Finding hidden gems, alternative investments like NFTs, cryptocurrencies, and other opportunities to consider are excellent strategies to minimize your risk while having the potential for positive earnings. The point of the strategy is to consider a mix of short-term aggressive exposure (and potential gains) versus longer-term investment that takes time to mature and earn.

 

Types of Investment Vehicles Worth Considering

There are countless investment opportunities to consider, from Bonds to traditional stocks, cryptocurrency, and more. So how does the average investor make sense of all the options available? Investing isn’t easy and comes with some risk, but by taking a diversified approach, you should meet some of your goals while simultaneously lowering your exposure to risk. 

Below we offer three suggestions of what to invest in to maximize your potential. However, it’s important to keep in mind that this is a suggested strategy and not a guarantee to any particular outcome. You should always be sure to invest only with capital you can afford to lose, and always do your due diligence before making any major moves.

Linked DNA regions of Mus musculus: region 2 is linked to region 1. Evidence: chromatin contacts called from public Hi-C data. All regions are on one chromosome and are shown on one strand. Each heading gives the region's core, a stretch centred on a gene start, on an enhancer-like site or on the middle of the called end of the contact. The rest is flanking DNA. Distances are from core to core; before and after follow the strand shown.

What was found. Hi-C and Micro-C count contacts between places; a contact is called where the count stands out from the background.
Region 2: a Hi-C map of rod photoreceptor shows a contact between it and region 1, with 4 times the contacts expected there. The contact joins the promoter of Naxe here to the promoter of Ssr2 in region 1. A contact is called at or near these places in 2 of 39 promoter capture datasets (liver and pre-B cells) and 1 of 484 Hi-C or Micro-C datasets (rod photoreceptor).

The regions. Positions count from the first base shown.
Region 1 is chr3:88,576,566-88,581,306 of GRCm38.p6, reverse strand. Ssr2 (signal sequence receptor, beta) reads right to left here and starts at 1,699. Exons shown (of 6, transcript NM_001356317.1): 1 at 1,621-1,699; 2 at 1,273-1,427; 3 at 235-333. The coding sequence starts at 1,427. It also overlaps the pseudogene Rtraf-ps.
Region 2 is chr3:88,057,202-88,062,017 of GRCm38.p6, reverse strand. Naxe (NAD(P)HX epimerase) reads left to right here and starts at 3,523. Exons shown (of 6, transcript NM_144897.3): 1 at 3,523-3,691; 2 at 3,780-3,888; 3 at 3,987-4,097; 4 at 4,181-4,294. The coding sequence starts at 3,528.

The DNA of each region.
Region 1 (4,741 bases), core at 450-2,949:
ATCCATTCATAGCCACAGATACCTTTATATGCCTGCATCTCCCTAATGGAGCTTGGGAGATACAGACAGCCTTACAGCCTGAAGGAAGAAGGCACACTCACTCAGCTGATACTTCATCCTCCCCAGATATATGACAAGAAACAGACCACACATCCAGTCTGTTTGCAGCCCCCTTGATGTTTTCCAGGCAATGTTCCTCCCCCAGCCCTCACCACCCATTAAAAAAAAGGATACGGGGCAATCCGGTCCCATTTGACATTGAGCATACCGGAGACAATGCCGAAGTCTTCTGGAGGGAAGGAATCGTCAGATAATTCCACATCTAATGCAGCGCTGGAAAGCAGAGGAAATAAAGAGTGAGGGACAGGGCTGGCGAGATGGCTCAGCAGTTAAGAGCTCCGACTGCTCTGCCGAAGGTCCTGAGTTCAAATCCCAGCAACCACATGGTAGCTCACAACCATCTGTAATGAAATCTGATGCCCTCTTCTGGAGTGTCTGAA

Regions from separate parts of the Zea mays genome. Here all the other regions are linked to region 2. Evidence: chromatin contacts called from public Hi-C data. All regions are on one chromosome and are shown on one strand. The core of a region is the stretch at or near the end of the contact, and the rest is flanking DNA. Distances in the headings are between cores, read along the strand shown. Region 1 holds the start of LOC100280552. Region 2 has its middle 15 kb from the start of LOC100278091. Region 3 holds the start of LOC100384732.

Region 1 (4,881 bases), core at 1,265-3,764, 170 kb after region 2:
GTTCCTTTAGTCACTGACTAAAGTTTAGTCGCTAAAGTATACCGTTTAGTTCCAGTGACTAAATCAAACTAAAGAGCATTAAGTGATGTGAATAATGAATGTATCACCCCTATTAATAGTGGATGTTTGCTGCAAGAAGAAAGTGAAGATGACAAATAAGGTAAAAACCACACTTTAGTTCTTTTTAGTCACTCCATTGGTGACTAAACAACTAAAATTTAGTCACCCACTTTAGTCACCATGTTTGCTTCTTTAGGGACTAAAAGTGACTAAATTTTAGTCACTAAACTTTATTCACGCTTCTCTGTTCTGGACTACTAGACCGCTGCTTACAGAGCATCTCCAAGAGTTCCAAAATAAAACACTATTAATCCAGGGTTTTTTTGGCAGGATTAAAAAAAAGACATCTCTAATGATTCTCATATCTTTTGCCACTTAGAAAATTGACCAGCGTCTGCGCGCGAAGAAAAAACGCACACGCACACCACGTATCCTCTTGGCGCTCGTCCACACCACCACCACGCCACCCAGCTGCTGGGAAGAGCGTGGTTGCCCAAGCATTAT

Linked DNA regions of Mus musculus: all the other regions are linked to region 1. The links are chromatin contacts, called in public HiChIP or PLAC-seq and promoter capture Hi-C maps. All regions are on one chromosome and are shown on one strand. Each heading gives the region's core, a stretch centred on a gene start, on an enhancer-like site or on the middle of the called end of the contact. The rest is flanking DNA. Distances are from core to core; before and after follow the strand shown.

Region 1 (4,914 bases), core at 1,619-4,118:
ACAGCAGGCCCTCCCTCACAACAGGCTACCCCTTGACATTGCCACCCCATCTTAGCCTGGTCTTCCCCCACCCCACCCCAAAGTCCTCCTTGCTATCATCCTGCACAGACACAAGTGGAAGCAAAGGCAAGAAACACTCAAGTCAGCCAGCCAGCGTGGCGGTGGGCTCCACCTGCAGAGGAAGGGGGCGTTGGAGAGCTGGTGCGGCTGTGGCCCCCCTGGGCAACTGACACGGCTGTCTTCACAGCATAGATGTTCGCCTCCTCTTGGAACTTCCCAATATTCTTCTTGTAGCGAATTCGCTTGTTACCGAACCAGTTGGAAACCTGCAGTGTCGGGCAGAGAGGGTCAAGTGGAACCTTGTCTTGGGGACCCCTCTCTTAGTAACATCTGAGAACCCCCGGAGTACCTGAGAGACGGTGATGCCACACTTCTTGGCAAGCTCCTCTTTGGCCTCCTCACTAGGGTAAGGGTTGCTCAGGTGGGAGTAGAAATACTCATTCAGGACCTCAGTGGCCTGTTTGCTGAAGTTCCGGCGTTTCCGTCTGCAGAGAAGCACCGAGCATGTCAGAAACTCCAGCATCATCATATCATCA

Cryptocurrency

Several factors have led to the crypto boom, ranging from the “boom” cycle of the investments, the rising popularity of the currency with celebrities and athletes alike, and the rise of social media as a primary form of information gathering. However, the primary benefit of crypto is the decentralized nature of the currencies. Being a decentralized currency means that its value is based on the demand of the currency rather than acting as a regulated form of legal tender. 

In turn, this gives rise to the vast “booms” we are seeing. Nonetheless, one possible downside to this type of investment is that it comes with volatility that turns many traditional investors off. The risk associated with volatility is that the value can see wide swings daily, leading to significant earnings and losses in a single swing. 



Traditional Stock Market

In traditional stock investing, you’re purchasing a share in a company that is anchored to the company’s value. As the value of the company increases, so too does the stock. As a result, there is some volatility in the stock price. Still, the swings in the value we see in cryptocurrency are not nearly as expected. There are regulations and safeguards to prevent the “boom-bust” daily cycle that crypto may experience.